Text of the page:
Eland Oil and Gas Invests in the Nigerian Market

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Eland Oil and Gas

Eland Oil and Gas

Following swiftly on from Heritage Oil ’s sizeable acquisition of producing assets in the Niger Delta, Alternative Investment Market (Aim) investors have welcomed Eland Oil & Gas (ELA) following a £118m placing which will fund the acquisition of more of Shell’s assets in the country. But this time there is a bit more risk – the assets have not produced a drop of oil for six years and require investment and time before they reach a good level of production again.

Shell exited production in some areas of the Delta in 2006 on safety concerns after attacks by militants became too frequent to justify remaining on the ground. But in recent years President Goodluck Jonathan has received the support of the majority of militants in the region and the unrest has abated somewhat. But nonetheless, investors in Eland need to trust the judgement and ability of its management and their local partners to see their strategy through.

The £118m is being partly put to use paying for 45 per cent of the OML40 licence from Shell, Total and Agip Oil which is being bought by the Elcrest joint venture between Eland, which owns 45 per cent of the JV and local Nigerian partner Starcrest. The licence will be operated by 55 per cent owner Nigerian National Petroleum Corporation (NNPC). The licence is being bought for $154m and brings with it 71.5m barrels of recoverable resources with a further 117m barrels of proven, probable and possible reserves. The exploration portfolio could hold 356m barrels based on 3d seismic data only.

The OML40 licence operated successfully from 1975 until 2006, during which time it produced 43 million barrels of oil and Eland’s management believe it has the infrastructure in place to produce 30,000 barrels of oil per day (bopd). This infrastructure will need to be brought back into service in the coming months with some repairs required to a pipeline. The licence comes with a number of potential exploration assets which will be drilled over the next two years and management believes it can get to 50,000 bopd within four years, starting with a more modest 2,500 bopd. The licence runs until 2019, with an option in place for a further 30 years although exercising this is not guaranteed.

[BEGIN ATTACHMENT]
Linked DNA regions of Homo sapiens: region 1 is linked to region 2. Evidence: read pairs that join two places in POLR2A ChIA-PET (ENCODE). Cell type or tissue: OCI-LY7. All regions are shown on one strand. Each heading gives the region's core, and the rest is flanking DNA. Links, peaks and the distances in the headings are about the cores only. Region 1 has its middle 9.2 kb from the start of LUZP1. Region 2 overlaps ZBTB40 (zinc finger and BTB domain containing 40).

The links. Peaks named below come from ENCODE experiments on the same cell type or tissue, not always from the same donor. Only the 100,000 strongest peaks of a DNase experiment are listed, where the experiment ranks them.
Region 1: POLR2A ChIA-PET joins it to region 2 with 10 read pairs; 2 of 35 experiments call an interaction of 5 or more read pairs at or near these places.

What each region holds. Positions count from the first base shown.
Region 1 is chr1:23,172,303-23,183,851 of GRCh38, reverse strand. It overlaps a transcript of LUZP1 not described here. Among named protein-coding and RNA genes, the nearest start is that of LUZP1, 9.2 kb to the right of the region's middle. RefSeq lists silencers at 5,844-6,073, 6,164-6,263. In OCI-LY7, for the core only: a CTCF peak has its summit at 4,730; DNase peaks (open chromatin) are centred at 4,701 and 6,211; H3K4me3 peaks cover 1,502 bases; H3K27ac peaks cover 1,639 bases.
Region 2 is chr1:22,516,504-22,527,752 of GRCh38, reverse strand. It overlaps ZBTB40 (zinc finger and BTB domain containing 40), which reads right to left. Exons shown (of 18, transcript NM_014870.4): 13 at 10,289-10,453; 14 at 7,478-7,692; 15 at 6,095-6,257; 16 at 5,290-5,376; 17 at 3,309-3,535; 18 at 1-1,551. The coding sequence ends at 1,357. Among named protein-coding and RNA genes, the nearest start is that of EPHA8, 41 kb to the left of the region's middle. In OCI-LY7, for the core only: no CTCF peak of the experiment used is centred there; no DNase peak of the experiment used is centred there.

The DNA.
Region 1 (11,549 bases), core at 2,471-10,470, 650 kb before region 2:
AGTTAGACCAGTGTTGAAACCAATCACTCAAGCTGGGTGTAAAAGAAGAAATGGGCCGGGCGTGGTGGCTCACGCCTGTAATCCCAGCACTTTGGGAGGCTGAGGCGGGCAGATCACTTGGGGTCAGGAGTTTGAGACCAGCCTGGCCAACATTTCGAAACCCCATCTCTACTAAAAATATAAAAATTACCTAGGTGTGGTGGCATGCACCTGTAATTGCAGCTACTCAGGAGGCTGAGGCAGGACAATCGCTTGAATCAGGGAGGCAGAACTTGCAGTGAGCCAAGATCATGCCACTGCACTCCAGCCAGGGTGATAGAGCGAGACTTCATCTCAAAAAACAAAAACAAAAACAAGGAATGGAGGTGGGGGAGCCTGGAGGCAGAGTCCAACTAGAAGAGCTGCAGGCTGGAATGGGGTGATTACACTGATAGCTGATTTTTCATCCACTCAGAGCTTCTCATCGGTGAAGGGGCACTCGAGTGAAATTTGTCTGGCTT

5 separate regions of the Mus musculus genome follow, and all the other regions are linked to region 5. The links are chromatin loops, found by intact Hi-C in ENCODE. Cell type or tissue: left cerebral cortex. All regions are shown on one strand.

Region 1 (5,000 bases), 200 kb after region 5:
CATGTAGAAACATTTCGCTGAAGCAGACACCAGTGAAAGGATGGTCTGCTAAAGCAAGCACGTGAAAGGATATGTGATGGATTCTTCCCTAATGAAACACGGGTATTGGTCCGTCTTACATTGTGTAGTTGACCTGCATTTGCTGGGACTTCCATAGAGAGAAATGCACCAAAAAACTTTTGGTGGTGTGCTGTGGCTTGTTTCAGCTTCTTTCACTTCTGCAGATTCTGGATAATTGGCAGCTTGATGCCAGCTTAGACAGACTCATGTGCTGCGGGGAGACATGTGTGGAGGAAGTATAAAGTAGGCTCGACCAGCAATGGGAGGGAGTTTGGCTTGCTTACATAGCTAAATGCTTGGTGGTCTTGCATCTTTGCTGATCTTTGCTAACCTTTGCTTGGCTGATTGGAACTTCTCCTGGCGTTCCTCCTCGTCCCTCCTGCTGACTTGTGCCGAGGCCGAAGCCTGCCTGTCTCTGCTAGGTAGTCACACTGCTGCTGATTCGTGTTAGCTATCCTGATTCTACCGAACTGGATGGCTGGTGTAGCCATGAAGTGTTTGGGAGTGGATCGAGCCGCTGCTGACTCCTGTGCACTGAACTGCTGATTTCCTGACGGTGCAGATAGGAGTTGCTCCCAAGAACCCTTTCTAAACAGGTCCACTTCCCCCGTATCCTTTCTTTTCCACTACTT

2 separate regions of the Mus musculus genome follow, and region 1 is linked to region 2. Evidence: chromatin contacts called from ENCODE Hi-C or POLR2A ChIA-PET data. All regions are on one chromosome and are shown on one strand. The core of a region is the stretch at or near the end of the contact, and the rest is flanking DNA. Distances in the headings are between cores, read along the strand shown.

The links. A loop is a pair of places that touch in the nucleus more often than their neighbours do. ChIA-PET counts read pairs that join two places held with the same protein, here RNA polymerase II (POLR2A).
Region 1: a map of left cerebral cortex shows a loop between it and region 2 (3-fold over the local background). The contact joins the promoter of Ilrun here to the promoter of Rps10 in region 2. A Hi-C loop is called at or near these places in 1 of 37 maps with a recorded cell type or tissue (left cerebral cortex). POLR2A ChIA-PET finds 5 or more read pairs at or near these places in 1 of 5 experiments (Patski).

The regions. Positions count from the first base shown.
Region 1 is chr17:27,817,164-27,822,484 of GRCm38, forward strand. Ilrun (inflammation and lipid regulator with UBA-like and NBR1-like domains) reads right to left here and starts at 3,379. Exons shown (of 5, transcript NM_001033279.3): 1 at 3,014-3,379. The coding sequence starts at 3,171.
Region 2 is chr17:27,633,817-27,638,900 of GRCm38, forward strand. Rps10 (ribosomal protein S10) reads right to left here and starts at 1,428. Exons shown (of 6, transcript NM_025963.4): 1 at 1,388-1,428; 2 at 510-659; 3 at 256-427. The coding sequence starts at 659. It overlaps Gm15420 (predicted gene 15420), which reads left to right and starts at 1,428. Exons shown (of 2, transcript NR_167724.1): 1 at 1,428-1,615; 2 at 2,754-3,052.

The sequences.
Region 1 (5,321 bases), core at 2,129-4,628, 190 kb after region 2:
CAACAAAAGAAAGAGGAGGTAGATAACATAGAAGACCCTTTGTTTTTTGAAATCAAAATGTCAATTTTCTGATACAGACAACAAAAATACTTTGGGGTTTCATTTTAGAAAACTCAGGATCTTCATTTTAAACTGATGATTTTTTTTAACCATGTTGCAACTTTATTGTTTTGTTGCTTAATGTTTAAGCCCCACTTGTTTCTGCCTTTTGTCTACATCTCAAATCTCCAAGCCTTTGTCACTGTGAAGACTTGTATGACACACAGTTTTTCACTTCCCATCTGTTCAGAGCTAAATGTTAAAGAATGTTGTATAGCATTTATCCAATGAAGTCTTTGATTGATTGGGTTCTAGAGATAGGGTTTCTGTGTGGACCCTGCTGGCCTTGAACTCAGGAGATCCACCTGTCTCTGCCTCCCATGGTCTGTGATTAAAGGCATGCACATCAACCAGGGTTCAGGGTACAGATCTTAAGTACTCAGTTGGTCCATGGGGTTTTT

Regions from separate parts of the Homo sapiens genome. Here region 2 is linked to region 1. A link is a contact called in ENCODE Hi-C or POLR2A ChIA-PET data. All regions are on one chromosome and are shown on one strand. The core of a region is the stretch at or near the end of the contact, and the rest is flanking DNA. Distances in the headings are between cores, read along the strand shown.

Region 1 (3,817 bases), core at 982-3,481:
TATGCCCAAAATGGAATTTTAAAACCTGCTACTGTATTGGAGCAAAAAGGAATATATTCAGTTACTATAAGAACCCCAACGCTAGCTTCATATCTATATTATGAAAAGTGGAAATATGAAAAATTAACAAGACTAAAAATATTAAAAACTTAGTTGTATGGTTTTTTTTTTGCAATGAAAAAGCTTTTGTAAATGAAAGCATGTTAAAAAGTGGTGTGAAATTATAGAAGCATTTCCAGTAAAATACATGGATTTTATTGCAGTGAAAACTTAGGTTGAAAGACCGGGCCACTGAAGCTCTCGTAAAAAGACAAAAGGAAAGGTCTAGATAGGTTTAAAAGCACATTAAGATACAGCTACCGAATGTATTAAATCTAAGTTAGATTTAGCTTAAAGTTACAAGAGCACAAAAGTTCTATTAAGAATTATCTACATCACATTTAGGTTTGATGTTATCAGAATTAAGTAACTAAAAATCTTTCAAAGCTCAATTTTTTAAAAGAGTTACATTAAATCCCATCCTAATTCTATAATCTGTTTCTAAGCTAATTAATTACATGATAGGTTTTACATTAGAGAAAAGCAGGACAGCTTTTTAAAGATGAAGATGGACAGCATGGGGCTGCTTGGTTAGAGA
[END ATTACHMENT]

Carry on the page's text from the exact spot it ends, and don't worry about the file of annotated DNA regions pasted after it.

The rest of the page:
Clearly there are risks with the Eland proposition, some of which are mitigated by the presence of experienced oil executives on its board such as chief executive Leslie Blair and finance director George Maxwell, both of whom served with frontier oil business Addax in Nigeria. Addax was bought by Sinopec in 2008. But there are also concerns about Eland’s ability to execute its business plan in the Delta and the admission document also details three pages of key claims and allegations, most of which have never been proven, against Nigerian businessman Emeka Offor, the founder of Starcrest’s parent company Chrome Group. Mr Offor is acknowledged to be close to senior government officials and a major donor to the ruling party in Nigeria.

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If Eland dispels such concerns by returning the OML40 licence to production it could have a serious asset on its hands in one of the world’s most prospective oil producing regions with scope for further reserves growth through exploration. Indeed, if the reserves figures prove anywhere near accurate the price paid will appear very keen indeed. Management also wants to use its foothold to bid for more assets when appropriate. Investors reacted positively to Eland’s admission on Monday, bidding the shares up 9.5 per cent to 109.5p but we remain cautious for now. One to watch.

 

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